The-concept-of-critical-thinking

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lOMoARcPSD|18921083
Instructions for answering the written questions: Complete a written assessment consisting of a series of questions. You will be required to answer all the questions correctly. Do not start answering questions without understanding what is required. Read the questions carefully and critically analyse them for a few seconds; this will help you to identify what information is needed in the answer. Your answers must demonstrate an understanding and application of the relevant concepts and critical thinking. Be concise, to the point and write answers within the word-limit given to each question. Do not provide irrelevant information. Remember, quantity is not quality. You must write your responses in your own words. Use non-discriminatory language. The language used should not devalue, demean, or exclude individuals or groups based on attributes such as gender, disability, culture, race, religion, sexual preference or age. Gender-inclusive language should be used. When you quote, paraphrase, summarise or copy information from other sources to write your answers or research your work, always acknowledge the source. Purpose of the assessment This assessment task is designed to evaluate student's knowledge essential to develop critical thinking skills in others within a professional context and industry settings and knowledge regarding the following: Knowledge of the key features and characteristics of critical thinking concepts and approaches Knowledge of the key features of existing workplace objectives, processes and resources Knowledge of the key characteristics of organisational learning environments and related learning systems Knowledge of the key legislative requirements relating to workplace procedures Knowledge of the key sources of reliable information relevant to workplace procedures Knowledge of the key features of industry best practice approach to instruction on critical thinking methods Knowledge of the models of critical and creative thinking Knowledge to lead a team and individuals to develop critical and creative thinking skills Task instructions This is an individual assessment. To ensure your responses are satisfactory, consult a range of learning resources and other information such as handouts, textbooks, learner resources etc. To be assessed as Satisfactory in this assessment task, all questions must be answered correctly.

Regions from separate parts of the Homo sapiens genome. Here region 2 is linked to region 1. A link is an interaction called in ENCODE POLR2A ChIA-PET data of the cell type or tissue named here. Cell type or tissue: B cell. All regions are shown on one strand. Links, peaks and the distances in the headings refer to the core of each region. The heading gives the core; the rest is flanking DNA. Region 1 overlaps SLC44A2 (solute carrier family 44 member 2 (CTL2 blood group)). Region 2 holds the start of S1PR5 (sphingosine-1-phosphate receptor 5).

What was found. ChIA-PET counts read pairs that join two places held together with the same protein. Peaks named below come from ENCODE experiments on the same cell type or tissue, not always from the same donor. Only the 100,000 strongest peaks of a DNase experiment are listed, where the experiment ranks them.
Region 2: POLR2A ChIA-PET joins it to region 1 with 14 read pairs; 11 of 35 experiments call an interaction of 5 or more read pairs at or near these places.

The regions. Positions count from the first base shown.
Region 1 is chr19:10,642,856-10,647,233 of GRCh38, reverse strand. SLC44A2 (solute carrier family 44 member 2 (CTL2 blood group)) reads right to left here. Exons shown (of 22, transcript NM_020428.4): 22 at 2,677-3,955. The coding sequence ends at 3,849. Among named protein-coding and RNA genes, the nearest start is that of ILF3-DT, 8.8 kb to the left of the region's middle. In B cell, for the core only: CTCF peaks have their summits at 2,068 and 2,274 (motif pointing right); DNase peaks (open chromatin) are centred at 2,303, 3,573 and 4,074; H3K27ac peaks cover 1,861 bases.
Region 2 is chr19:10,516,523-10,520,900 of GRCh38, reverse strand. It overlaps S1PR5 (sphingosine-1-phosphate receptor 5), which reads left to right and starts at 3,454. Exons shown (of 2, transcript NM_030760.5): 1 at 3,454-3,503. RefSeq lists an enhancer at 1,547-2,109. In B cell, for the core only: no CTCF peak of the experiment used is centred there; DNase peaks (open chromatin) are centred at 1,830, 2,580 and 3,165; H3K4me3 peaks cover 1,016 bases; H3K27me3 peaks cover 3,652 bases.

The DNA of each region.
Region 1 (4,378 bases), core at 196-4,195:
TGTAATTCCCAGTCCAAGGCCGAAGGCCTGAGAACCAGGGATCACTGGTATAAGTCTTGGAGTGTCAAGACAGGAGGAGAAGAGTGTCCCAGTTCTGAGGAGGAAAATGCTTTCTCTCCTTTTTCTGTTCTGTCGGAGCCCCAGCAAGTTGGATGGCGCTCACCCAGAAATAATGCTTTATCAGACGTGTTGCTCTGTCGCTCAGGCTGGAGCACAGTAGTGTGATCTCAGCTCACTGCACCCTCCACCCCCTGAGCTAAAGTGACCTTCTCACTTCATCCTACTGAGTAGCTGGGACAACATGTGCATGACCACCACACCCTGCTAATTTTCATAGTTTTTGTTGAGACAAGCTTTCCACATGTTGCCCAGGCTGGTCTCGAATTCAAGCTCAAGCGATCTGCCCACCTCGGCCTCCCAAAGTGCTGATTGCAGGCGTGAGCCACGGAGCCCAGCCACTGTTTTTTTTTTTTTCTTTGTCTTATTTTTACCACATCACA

lOMoARcPSD|18921083 Provide your response to each question in the box below. Q1 Answer the following: 1.1. Explain the concept of critical thinking? Write your answer in 30-50 words. 1.2. Explain the critical thinking process in 250-300 words. 1.3. What approach can you use to develop critical thinking skills by remembering the communication that you had with someone? Write your answer in 100-150 words. Satisfactory response Yes No 1.1. Critical thinking is the intellectually disciplined process of actively and skillfully conceptualizing, applying, analyzing, synthesizing, and/or evaluating information gathered from, or generated by, observation, experience, reflection, reasoning, or communication, as a guide to belief and action. In its exemplary form, it is based on universal intellectual values that transcend subject matter divisions: clarity, accuracy, precision, consistency, relevance, sound evidence, good reasons, depth, breadth, and fairness. 1.2. Critical thinking can sometimes be a convoluted and mysterious process; this resource provides a systematic, critical thinking method that makes it a lot less puzzling. We know that critical thinking is necessary and crucial for our work, but how do we get to the "Oh! I know!" or "Hmmm, what if we..." moments? Those "aha" moments don't always come quickly enough and some specific steps and questions can help us get there. What are some things we can do to foster an environment full of "aha" moments? First let's agree on what we mean by critical thinking. It is "Thinking about thinking" thus making us able to take charge of our own thinking. UF professor, Dr. Alexa Lamm, (2016) defines it as, "A reasoned, purposive, and introspective approach to solving problems or addressing questions with incomplete evidence and information and for which an incontrovertible solution is unlikely." 1.3. Ask questions Asking basic questions can help to bring clarity to a situation or help you think through new information. Be self-aware First, be honest with yourself about your own biases. If the information comes from a source that often holds a different viewpoint to yours, you may be tempted to treat the information with suspicion. Evaluate opposing views For many opinions and ideas, some take a different, even opposing, viewpoint. You can develop your critical thinking skills by looking for those dissenting opinions and evaluating them for yourself. Doing this gives you a broader perspective and helps you make better quality decisions. Consider consequences As best as you can with the information you have, consider the consequences of a line of reasoning or a particular decision.
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